Bloody Lymey

A Blog About Living with Lyme Disease

The Mystery of Flareups

on May 14, 2012

Each and every damp and rainy day for the past month has tortured me from within. The achy bones from the tips of my toes to the top of my neck. And? It’s untouchable. The best I could hope for is for Naproxen or Ibuprofen (or both) to ease it a little. A bath with epsom salts would make my joints more forgiving.

After a dry weekend, I woke up to rain today. Looking out the window, I rubbed my eyes. I stared in disbelief at my painless hands, bending and flexing my fingers in wonder. Why today? Not that I’m complaining. Just …. what did I do right? Is it really this random?

And what did I do some three years ago when I had a remission of 10 months? What was so special – just so I can do it again?

So thankful for this day. It was a pinch balmy and I wandered out into the misty drizzle and enjoyed its refreshing spray in my face and the dampness settling into my hair. It seems like eons since I’ve enjoyed rain – from its feeling to its smell and the way it perfumes the pavement, grass and lilacs. What a beautiful day indeed.

There. Short and sweet. That’s all.


6 responses to “The Mystery of Flareups

  1. Again, I have to respond as I feel the same way and continually amaze people with my ability to be so happy at the smallest things. I was this way before Lyme, but I think people find it harder to see that true smile or laugh as I am cover in a rash, herxing, vomiting for who knows what reason and then I can see my phlox spreading across the front yard and just feel thankful for the beauty. Even though I am now so sun sensitive that I cannot be in any sunlight (even near windows), the beauty of it invigorates me. The greenery of all the trees make me feel a bit more alive. But then again, I have never been greedy – I always knew what a gift life was; just now everything looks greener and brighter!

    • Becki says:

      So nice to hear from you. It’s hard to see life as a gift sometimes, but I think that’s why people with chronic lyme have heightened suicide rates. I wish everyone could see the good and look past the pain. I’m lucky to be in AA and to have a sponsor. By nature I’m a very negative person, but the combination of AA’s steps and my sponsor has shown me a new way of life and the pain of Lyme hastened some of my life’s lessons. 🙂

      • Wow, I never would have thought you a negative person, so kudos to both of you for your hard work. I judge nobody by their past as I come from an abusive, alcoholic household. Same with my cousins and they became alcoholics though are sober now. I broke the cycle of abuse, alcoholism and smoking and my girls have amazed me with their grace, humor, ability to drink without needing to get “drunk”, and to take care of themselves. Their true desire to help me and see me well shows everyday from their texts, emails, phone calls and visits. I can’t wait to hear more about your son as my girls were never afraid of slugs (salt took care of them), getting dirty or even catching mice – which was a game to them. xoxo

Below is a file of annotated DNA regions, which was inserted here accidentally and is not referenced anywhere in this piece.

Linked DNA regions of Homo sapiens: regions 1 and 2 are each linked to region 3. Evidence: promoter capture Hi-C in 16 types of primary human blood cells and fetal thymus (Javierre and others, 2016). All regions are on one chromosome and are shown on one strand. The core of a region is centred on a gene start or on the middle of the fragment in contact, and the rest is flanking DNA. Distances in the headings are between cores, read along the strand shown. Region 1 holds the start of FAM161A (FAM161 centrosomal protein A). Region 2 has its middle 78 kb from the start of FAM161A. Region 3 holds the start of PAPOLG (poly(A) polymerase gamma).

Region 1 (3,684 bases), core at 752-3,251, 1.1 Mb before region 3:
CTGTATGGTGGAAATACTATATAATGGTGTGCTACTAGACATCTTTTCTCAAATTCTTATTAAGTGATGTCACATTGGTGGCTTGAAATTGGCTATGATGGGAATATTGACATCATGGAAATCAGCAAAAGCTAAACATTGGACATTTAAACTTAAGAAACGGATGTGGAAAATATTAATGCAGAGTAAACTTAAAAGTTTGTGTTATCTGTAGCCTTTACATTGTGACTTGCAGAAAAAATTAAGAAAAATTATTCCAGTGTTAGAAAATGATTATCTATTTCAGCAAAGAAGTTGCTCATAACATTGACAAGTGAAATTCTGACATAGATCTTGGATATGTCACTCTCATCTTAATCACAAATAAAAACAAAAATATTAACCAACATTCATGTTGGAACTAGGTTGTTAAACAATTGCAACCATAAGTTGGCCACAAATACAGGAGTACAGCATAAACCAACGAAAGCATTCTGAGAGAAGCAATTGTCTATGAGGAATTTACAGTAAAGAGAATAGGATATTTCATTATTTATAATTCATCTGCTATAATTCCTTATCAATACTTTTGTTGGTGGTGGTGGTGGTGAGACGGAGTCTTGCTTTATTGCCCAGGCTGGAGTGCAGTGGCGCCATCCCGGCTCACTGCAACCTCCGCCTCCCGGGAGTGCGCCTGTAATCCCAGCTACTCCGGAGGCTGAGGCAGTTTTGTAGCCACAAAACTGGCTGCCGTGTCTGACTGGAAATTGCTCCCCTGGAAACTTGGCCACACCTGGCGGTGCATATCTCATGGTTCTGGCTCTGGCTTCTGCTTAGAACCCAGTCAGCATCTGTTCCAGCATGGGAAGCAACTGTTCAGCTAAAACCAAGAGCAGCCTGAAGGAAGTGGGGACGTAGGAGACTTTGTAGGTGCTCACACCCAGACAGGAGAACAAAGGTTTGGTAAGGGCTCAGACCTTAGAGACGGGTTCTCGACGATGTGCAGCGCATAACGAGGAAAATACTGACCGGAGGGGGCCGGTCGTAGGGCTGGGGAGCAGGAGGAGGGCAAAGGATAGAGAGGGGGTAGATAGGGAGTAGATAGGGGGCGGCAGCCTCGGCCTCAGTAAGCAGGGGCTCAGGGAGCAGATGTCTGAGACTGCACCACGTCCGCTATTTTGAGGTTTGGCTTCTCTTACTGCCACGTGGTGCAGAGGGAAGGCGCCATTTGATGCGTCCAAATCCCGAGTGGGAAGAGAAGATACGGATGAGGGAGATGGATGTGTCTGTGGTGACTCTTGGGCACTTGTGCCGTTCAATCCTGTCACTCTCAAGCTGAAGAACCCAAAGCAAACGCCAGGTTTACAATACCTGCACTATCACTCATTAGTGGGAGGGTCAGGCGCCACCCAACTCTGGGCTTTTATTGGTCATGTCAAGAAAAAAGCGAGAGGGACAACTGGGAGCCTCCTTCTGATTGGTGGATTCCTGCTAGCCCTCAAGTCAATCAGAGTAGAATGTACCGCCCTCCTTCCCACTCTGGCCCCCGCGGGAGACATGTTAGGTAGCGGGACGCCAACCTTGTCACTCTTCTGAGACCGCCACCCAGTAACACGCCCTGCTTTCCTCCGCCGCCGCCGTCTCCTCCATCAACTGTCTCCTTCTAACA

• Becki says:

        Oh – and by feeling “lucky” I don’t mean that I would go wishing it on people so they can be “lucky,” too. LOL. I’m glad your daughters are alright. The compulsion to drink is astounding, just so hard to describe. I’m glad they don’t have it – and if they can control their drinking then they don’t. 🙂

      • Becki, it’s funny that you say that as I don’t not drink or smoke or have ever tried pot. But I do not judge, like I said. My oldest daughter, Amy, does not drink as she had Celiacs and is allergic to mold and her own yeast. Like me, she is not keen on the taste, so she does not feel like she is missing anything. My 23 old is a pro – if she is out with friends, she makes sure she takes a cab home rather than public transportation (Boston girl, just like I was), my 21 1/2 year old is not afraid to drink and can actually throw back a shot of tequila without the need of lime. Am I impressed? No, but I trust them and their boyfriends that they have been with going on 3 years (each of them). I also don’t mind my husband drinking beer and actually am entertained when he and my brother-in-law have too much of the good bourbon as they are funny and it is rare. I pray that you continue on this arduous journey – my cousin, Kris, has been sober 15 years and she still attends meetings and sponsors people. I find that incredible as when compared to Lyme you want to help others, but the disease limits you in ways you never expected. That is why I find it important to reach out to you and to do the same on Facebook. I feel the time has come for me to reach out and help where I can as it doesn’t look like I’ll be driving or working anythime soon. Love, Kath

      • Becki says:

        Yeah, helping others has been so helpful to ME, too. Sometimes people I know will ask me questions to relay to a friend of family member and they’re sometimes amazed by how much I do to help them, how much information I write down or my offers to visit, etc. But that comes from AA. It’s become intuitive.

        I’m actually keeping another blog, “Warm and Dry” about my alcoholism. It sort of is starting out how this one did – just to get it out . LOL. I got sober on January 2, 2003 and hope I never change the sobriety date. “1/2/03” or one-two-three is pretty cool. 🙂

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